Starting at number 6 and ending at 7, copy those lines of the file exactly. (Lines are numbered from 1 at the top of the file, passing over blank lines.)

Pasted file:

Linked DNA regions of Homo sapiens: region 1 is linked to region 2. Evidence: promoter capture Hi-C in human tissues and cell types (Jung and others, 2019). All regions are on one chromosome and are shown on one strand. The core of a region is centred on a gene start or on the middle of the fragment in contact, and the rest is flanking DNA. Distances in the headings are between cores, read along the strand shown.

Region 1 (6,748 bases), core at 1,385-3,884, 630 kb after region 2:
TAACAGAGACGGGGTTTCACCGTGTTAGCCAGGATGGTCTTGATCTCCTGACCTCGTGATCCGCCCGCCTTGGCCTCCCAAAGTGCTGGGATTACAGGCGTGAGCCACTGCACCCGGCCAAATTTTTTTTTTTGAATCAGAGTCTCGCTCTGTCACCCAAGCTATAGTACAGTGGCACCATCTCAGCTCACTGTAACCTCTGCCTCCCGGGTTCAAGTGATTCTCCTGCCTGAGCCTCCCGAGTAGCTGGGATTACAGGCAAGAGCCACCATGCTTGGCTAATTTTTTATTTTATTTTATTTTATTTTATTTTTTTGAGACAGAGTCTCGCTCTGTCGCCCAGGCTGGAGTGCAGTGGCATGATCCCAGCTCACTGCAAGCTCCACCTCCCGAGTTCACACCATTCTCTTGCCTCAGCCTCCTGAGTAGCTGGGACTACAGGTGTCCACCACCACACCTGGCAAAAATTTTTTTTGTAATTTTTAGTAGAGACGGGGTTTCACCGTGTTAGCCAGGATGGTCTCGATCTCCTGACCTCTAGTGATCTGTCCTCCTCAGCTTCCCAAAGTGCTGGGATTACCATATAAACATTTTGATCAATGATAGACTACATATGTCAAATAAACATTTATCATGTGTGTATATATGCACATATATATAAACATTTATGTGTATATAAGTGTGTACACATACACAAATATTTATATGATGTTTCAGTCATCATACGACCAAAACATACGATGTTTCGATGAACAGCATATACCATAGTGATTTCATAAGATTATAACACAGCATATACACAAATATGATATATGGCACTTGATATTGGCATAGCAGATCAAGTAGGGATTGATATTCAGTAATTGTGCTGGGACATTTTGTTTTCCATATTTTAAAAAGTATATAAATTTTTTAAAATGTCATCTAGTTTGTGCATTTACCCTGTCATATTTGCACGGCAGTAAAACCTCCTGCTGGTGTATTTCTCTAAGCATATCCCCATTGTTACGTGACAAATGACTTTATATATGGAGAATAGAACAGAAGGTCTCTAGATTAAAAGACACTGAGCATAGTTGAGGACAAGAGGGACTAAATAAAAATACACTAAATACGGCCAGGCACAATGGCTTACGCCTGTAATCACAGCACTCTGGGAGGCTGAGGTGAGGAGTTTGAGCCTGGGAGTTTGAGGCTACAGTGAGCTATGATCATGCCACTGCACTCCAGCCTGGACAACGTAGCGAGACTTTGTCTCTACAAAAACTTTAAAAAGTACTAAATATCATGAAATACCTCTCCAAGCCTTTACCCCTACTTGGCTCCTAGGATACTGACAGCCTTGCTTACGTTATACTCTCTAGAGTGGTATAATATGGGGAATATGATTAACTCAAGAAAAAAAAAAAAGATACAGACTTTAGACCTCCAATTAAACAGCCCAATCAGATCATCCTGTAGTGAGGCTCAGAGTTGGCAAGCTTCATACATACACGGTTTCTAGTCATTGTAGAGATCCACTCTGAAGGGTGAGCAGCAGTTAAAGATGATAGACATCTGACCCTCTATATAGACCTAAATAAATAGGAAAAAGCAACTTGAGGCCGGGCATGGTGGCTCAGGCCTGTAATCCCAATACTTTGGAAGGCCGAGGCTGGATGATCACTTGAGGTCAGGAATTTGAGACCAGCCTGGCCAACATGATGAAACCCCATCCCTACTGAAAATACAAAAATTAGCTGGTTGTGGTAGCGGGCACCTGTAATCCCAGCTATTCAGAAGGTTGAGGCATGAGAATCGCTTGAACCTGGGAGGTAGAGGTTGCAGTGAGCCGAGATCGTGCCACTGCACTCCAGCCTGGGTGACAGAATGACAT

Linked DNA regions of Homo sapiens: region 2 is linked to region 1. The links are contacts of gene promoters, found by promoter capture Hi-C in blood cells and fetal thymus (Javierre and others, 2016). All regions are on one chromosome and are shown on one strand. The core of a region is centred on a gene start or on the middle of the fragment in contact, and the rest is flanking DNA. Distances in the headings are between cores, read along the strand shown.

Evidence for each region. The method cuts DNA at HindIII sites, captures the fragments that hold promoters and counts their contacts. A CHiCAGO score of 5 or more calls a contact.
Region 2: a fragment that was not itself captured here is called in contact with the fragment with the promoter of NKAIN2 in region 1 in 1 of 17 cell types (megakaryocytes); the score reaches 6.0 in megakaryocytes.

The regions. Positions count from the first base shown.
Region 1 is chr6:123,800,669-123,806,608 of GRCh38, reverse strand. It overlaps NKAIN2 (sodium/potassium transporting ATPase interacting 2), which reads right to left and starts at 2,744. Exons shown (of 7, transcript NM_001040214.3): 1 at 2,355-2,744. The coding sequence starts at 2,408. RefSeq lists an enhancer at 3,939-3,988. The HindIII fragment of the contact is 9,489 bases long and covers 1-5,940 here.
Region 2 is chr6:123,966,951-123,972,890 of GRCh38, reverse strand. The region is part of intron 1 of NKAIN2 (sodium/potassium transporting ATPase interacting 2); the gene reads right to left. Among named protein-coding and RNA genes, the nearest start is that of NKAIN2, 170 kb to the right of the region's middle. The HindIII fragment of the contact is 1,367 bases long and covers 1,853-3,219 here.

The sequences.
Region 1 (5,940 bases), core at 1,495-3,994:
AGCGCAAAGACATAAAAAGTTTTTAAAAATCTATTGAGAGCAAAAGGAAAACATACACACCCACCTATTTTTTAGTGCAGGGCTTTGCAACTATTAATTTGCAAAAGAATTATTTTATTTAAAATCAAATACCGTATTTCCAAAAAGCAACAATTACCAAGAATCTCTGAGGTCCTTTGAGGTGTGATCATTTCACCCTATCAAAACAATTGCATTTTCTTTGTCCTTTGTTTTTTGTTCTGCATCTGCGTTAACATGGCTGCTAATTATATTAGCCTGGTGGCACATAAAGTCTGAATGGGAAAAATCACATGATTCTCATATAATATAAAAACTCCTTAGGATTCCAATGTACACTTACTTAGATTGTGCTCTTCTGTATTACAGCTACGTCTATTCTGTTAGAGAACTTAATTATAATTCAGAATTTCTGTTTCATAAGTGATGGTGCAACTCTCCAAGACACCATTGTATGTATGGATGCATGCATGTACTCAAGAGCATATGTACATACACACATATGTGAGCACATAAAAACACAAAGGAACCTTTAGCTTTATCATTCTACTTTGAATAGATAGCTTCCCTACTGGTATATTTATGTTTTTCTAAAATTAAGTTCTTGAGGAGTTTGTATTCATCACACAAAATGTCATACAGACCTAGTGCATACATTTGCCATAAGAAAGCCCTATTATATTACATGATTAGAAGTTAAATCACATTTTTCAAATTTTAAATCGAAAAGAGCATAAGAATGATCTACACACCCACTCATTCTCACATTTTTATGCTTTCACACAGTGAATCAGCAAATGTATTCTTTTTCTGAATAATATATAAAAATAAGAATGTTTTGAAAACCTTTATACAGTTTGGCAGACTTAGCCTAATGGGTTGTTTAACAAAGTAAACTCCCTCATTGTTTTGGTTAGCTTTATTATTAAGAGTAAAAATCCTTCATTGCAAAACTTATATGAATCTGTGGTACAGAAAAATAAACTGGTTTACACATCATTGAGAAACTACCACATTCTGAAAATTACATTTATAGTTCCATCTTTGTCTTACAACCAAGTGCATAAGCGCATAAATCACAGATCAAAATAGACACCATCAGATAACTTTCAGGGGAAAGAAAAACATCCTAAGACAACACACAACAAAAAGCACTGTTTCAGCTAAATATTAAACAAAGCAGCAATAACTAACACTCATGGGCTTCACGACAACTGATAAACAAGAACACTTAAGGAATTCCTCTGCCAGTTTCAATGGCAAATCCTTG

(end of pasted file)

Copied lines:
Region 2: a fragment that was not itself captured here is called in contact with the fragment with the promoter of NKAIN2 in region 1 in 1 of 17 cell types (megakaryocytes); the score reaches 6.0 in megakaryocytes.

The regions. Positions count from the first base shown.